Retail Advertising Tips & Ideas
Whether you’re advertising for Saks Fifth Avenue or a boho fashion boutique, pay-per-click advertising is one of the best ways to increase online sales.
If you’ve heard this before and are still not convinced, read on to learn how and why PPC advertising is effective & cost-efficient for retail.
Retail makes up the largest percentage of industries using PPC in 2014. (cloud-iq)
Retail (including tech & consumer goods): 16% of PPC usage
Lifestyle: 8% of PPC Usage
Education: 7 % of PPC Usage
Finance: 5 % of PPC Usage
Other: 54% of PPC Usage
Before we get started, here are a couple of general benefits of Pay Per Click Advertising:
Get traffic right away
Unlike SEO, you can see results from PPC right away. Once you enter your credit card in Adwords, your ads are ready to go live.
See your site on the top of search engines
With SEO, it can take a few weeks to see improvements in organic rankings for popular keywords. With Adwords, you have more control over the placement of your ads based on your bids.
People DO click on the paid ads
64 percent of high commercial intent keyword searchers (or people clearly looking to buy) clicked on PPC ad links, compared to the 35 percent who clicked on organic links. (Wordstream)
It’s Mobile Optimized
33% of Google ad clicks come from mobile devices. Adwords can track your advertising across devices so you can track mobile sales and site visits.
*** Note: I’m not hating on SEO. SEO is awesome for businesses including retail, but in my professional experience, PPC is generally more effective for retail eCommerce sites.
Create a MASSIVE PPC Adwords Account
People search for clothing in a million different ways. When people search for a very specific item of clothing, they know what they want and they are a lot more likely to make a purchase when they find it.
Long Tail Keywords: You need to make sure your Adwords account has all your bases covered.
If you’re just showing advertisements when people search for ‘mens shoes’ or ‘womens blouse,’ you’re really missing out. While those are great keywords with a lot of search volume, it’s important for your ads to appear for more specific keywords. Search volume is important but it’s not everything.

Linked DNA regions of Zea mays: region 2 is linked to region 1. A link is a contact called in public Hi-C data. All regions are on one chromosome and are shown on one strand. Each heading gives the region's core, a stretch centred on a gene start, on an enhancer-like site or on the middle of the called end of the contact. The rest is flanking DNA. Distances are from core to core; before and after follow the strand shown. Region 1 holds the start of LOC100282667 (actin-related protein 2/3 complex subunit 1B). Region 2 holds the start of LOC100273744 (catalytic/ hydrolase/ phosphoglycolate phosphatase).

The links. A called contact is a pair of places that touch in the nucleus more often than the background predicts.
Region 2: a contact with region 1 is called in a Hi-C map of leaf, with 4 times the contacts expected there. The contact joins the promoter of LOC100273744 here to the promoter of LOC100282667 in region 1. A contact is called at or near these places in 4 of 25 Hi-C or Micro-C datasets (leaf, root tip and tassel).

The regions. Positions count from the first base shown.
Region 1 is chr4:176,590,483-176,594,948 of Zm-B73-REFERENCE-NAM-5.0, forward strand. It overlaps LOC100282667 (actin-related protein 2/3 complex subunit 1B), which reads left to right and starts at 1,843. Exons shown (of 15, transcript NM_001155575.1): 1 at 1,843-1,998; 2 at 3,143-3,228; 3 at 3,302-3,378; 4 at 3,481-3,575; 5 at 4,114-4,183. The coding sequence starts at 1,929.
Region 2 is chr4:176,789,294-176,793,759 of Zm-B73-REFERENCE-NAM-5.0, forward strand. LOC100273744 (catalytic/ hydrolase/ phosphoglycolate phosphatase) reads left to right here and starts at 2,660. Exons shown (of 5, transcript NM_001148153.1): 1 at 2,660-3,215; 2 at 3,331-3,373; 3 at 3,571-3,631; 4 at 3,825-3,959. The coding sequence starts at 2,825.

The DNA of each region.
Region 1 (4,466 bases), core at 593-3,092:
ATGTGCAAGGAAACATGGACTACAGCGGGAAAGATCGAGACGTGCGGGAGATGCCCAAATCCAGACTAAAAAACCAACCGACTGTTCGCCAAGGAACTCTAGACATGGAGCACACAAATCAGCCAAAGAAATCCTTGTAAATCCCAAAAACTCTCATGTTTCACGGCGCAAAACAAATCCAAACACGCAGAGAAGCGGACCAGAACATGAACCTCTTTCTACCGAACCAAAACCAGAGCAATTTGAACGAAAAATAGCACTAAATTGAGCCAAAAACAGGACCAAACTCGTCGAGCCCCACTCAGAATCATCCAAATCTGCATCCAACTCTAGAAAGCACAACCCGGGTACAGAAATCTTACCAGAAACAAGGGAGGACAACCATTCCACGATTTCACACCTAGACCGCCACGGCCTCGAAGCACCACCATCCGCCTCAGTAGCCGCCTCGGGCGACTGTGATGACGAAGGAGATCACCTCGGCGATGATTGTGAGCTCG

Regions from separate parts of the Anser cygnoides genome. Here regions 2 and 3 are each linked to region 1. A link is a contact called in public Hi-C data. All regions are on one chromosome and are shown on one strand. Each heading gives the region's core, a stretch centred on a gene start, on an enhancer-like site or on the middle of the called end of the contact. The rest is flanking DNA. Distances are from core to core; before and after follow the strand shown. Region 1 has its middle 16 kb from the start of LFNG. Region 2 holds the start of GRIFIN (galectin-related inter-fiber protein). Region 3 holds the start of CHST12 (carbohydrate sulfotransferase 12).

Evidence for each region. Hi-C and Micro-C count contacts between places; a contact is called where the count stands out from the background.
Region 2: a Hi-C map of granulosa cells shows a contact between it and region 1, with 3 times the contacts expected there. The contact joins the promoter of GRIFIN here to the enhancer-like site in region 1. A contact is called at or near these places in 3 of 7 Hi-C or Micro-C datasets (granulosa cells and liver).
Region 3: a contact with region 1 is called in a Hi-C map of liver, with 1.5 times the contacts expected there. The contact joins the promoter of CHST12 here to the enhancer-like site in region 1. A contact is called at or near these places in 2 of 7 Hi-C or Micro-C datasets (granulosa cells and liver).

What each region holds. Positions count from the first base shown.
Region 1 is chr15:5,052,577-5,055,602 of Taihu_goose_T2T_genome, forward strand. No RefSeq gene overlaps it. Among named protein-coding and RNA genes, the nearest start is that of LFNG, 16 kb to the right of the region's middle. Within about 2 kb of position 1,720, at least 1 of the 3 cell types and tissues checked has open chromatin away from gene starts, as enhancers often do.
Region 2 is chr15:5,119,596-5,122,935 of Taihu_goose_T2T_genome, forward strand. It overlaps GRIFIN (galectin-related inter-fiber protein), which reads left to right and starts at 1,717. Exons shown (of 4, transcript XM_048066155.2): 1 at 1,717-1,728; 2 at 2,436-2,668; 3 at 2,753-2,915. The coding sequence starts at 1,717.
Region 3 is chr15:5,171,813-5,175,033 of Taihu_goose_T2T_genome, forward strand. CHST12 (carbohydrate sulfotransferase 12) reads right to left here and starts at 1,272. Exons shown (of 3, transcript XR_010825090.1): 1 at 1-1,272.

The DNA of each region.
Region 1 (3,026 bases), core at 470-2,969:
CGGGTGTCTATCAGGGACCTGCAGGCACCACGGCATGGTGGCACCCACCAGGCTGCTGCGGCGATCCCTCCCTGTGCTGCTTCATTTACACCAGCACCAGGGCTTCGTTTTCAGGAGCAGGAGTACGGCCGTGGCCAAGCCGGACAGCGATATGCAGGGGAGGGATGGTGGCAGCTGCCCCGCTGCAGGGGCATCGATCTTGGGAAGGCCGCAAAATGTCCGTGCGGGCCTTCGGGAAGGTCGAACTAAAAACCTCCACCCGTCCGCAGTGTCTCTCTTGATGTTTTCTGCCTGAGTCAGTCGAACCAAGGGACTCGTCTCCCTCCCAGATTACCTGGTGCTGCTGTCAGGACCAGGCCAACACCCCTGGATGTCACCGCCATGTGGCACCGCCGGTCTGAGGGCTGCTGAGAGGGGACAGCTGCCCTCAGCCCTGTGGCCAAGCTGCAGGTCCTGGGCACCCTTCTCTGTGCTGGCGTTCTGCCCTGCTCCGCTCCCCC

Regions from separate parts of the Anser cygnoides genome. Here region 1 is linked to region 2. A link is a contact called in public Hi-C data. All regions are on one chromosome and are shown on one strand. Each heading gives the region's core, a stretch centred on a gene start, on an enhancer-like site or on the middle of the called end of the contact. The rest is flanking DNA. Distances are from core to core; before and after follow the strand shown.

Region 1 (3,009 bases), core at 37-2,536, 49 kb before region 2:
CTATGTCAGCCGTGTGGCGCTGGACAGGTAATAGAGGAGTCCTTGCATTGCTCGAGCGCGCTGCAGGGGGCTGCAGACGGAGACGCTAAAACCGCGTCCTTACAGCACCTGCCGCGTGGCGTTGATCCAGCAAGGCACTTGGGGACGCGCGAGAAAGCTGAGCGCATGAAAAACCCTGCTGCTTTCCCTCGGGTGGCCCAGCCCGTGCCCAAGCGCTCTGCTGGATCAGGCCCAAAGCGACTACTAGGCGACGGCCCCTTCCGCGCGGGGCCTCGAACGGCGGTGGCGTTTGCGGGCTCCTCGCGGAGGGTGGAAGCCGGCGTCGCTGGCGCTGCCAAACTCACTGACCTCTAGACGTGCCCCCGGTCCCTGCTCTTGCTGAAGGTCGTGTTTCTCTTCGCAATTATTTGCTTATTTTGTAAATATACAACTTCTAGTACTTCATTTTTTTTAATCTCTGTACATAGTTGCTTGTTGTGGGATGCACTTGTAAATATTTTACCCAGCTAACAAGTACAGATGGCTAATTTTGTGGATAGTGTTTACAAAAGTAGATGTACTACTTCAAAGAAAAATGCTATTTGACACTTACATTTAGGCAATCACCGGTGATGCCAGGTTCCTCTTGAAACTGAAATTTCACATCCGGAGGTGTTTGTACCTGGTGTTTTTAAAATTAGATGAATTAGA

Generally speaking, the broader the keyword, the lower the conversion rate. Why is this?
1. Broad keywords have a lot of competition
Thousands of other retailers are competing for that same word
2. The visitor’s intent is not clear
The visitor may search for ‘womens blouse’ when she really wants a button down cotton blouse in blue. What if you don’t even carry that on your site or in your store? The visitor could also just be looking for information like what styles of women’s blouses are hot right now as opposed to actually making a purchase.
3. Broad keywords are often expensive
Because of the competition, really broad keywords generally have a very high cost per click.
So should I not have broad keywords in my adwords account?
You should still have broad keywords in your adwords account but make sure your PPC analyst pays attention to the data to make sure that the cost of each sale from a broad keyword is low enough for you to make a profit. If you pay $100 in clicks and only one customer buys the ‘red sweater’ for $20, it’s not really worth it, is it?
Conversion Optimization: Take Customers where they want to go.
Not only do your ads need to come up for every variation of every keyword but they need to take the visitor to the exact landing page they’re looking for.
If someone searches for “white summer dress” and the ad links to the “Tops” page on your site, the customer is going to get frustrated. So where should that ad link to? Most people would say it should link to the “Dresses” page. Wrong. It should link to the product page displaying an actual white summer dress. This page should have a big ‘Add to Cart’ button. The page should also have a sidebar that recommends other white summer dresses in case the customer is looking for variation.
Make the sale as easy as possible.
Are you happy with your retail sales numbers?
“Don’t be afraid to give up the good to go for the great.”
– John D. Rockefeller (Exxon)